The player's car starts the game with two front-mounted machine guns with an endless supply of ammunition. The machine guns and the player's driving skill (opponents can be sideswiped off the road) are the only means of defense against the enemy vehicles in the beginning stages of the game. At regular intervals, following a fork in the road, the player will enter a new 'territory' also marked by a change in the environment, such as addition of snow and ice, a transition to or from water, or merely a change in the color of the terrain and vegetation alongside the road. In each new road territory, the player will pass a red tractor-trailer parked on the shoulder—the Weapons Van. The player receives additional weapons by entering the Van, which will accelerate until it reaches a point directly in front of the player's vehicle, at which time it will extend a ramp allowing the player to drive in. Three special weapons are available: oil slicks, smoke screens, and surface-to-air missiles. The type of weapon provided by the Weapons Van is displayed on the Van's roof rack. The Van subsequently stops briefly at the side of the road for the player's vehicle to exit. The Weapons Van can appear twice in each territory; after entering the Van the first time, the button in the middle of the steering yoke will be lit steadily as long as the player does not destroy any civilian vehicles. When the middle button is thus lit, the Van can be manually summoned by pressing it, or if the player loses a car the Weapons Van will reappear (with the same weapon) automatically.
 
All three special weapons can be equipped simultaneously, although this state of play is difficult to achieve. Each special weapon has a limited number of uses. For example, the smokescreen can be used only four times (three times in some game versions). The special weapons are activated via dedicated buttons on the steering yoke. In most game versions entering the Weapons Van twice in the same territory will refill the player's ammunition supply. If the player's car is destroyed, either by being forced off the road or shot, it will reappear with only machine guns. The game's dashboard shows which weapons are available, when lit.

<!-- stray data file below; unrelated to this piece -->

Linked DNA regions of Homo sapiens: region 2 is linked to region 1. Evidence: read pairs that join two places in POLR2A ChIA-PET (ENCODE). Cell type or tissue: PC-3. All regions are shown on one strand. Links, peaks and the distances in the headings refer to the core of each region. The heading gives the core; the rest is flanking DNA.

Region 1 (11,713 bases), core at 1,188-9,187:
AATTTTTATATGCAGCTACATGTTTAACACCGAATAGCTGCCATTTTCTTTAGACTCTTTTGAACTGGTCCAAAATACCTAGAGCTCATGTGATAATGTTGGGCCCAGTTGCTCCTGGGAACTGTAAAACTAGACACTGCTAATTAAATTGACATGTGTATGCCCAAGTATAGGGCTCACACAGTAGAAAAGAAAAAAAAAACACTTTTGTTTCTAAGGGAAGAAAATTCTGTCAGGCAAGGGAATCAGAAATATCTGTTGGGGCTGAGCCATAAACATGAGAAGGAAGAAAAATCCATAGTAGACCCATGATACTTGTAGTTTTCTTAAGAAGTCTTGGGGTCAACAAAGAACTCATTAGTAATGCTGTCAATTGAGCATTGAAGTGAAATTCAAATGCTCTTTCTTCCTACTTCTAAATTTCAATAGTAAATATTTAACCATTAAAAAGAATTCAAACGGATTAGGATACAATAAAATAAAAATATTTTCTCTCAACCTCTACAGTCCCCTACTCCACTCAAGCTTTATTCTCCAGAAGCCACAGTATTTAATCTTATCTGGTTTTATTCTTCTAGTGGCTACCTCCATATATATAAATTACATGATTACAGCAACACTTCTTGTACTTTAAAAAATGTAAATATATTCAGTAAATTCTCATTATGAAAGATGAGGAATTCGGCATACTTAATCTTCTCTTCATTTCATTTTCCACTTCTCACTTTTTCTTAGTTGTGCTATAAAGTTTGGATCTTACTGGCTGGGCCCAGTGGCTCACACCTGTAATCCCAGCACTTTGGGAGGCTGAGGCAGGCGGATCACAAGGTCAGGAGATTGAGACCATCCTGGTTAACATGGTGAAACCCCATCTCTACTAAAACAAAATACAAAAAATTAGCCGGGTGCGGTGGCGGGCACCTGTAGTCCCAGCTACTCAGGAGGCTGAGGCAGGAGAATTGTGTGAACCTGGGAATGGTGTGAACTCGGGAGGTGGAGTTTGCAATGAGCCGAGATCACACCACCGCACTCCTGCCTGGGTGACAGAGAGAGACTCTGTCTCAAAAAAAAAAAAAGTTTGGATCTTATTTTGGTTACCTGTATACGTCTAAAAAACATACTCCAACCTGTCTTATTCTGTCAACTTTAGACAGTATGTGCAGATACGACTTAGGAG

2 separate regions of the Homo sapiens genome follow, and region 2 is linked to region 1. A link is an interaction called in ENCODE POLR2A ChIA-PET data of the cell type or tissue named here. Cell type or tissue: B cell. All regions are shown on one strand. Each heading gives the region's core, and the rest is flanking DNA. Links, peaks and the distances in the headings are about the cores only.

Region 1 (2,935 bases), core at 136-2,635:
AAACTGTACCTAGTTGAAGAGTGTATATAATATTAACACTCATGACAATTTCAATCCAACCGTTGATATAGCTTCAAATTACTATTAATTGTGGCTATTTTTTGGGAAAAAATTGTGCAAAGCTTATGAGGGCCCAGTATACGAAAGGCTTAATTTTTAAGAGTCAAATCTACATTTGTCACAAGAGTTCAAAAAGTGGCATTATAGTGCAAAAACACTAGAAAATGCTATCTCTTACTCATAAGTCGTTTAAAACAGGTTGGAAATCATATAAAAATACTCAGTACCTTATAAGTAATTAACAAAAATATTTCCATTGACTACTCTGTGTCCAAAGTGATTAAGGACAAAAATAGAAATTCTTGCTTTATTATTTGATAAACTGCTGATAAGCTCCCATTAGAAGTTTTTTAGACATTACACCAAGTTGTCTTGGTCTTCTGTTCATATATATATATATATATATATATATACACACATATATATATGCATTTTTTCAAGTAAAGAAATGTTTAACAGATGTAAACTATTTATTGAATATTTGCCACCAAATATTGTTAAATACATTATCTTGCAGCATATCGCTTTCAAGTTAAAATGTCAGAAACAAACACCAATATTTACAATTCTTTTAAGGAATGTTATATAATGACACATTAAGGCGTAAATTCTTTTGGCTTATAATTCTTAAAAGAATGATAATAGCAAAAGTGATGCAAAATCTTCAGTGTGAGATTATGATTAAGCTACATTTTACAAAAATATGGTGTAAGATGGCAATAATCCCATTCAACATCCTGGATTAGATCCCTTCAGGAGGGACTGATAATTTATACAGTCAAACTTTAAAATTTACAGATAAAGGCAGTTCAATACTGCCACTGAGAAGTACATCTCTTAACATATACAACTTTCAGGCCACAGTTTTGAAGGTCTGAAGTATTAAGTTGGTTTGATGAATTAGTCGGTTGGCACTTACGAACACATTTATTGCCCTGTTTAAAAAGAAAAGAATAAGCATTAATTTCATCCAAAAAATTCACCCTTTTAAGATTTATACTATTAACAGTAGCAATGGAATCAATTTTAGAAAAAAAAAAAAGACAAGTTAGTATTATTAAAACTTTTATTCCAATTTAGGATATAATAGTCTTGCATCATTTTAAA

A version of Spy Hunter is included as an Easter egg in the first release of Microsoft Excel 2000. It requires DirectX to work. Shortly after Excel 2000's release, Microsoft officially banned Easter eggs from its non-game software.

Pak's Thoughts - I could never make it to the boat level. I always have a blast trying, but I always get too speed-happy and plow into a car and die. It's a testiment to this game's awesomeness that I still think of it as one of the best games ever made when I could never really play it. :^)


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#39 - Psychic 5

(44 Points) 2 of 18 Lists - Highest Ranking - #4 - Invader Quirk, Asbestos Bill


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Release Date:  1987

Just the facts/Stuff I wiki'd:

Psychic 5 is the third game developed by Nihon Maicom Kaihatsu (NMK) for Jaleco (after Argus and Valtric), and was released in 1987. While it did not have huge success, it nevertheless became a 'cult game' for many players thanks to the brilliant gameplay, hard-to-find secret bonuses and anime-like plot. The inspiration for the design of the five ESPers comes from several Japanese cartoons of the '70s where the physical aspect of main characters was strongly stereotyped to suit their psychological profile/fighting ability.
 
The game was never ported to any home system. However, portions of the gameplay, including the cast of characters, did serve as the basis for the Jaleco published Famicom game, Esper Boukentai.

The player starts the game with 2 Espers, Naoki and Akiko. The remainders are found inside magic jars.
 
Normally, the player gets Bunta in scene 1, Makoto in scene 3, and Genzoh in scene 5. However, when certain conditions are fulfilled, you'll find the last 2 Espers sooner. To get Makoto in scene 1, you need to get the Secret Bonus in scene 1 (before opening the magic jar). To get Makoto (or Bunta if you have got Makoto already) in scene 2, you need to get All Gold Bonus in scene 1. To get Genzoh in scene 3, you need to get both Bunta and Makoto in scenes 1 and 2, and get the Secret Bonus in scene 3. To get Genzoh in scene 4, you need to get All Gold Bonus in scene 3.
 
Because Genzoh is incredibly powerful against Satan the devil, it is advantageous to get him as early as possible. Therefore, it is advisible for intermediate players to at least try to get All Gold Bonus in scene 1 and Secret Bonus in scene 3, even if they are just trying to clear the game rather than going for a high score.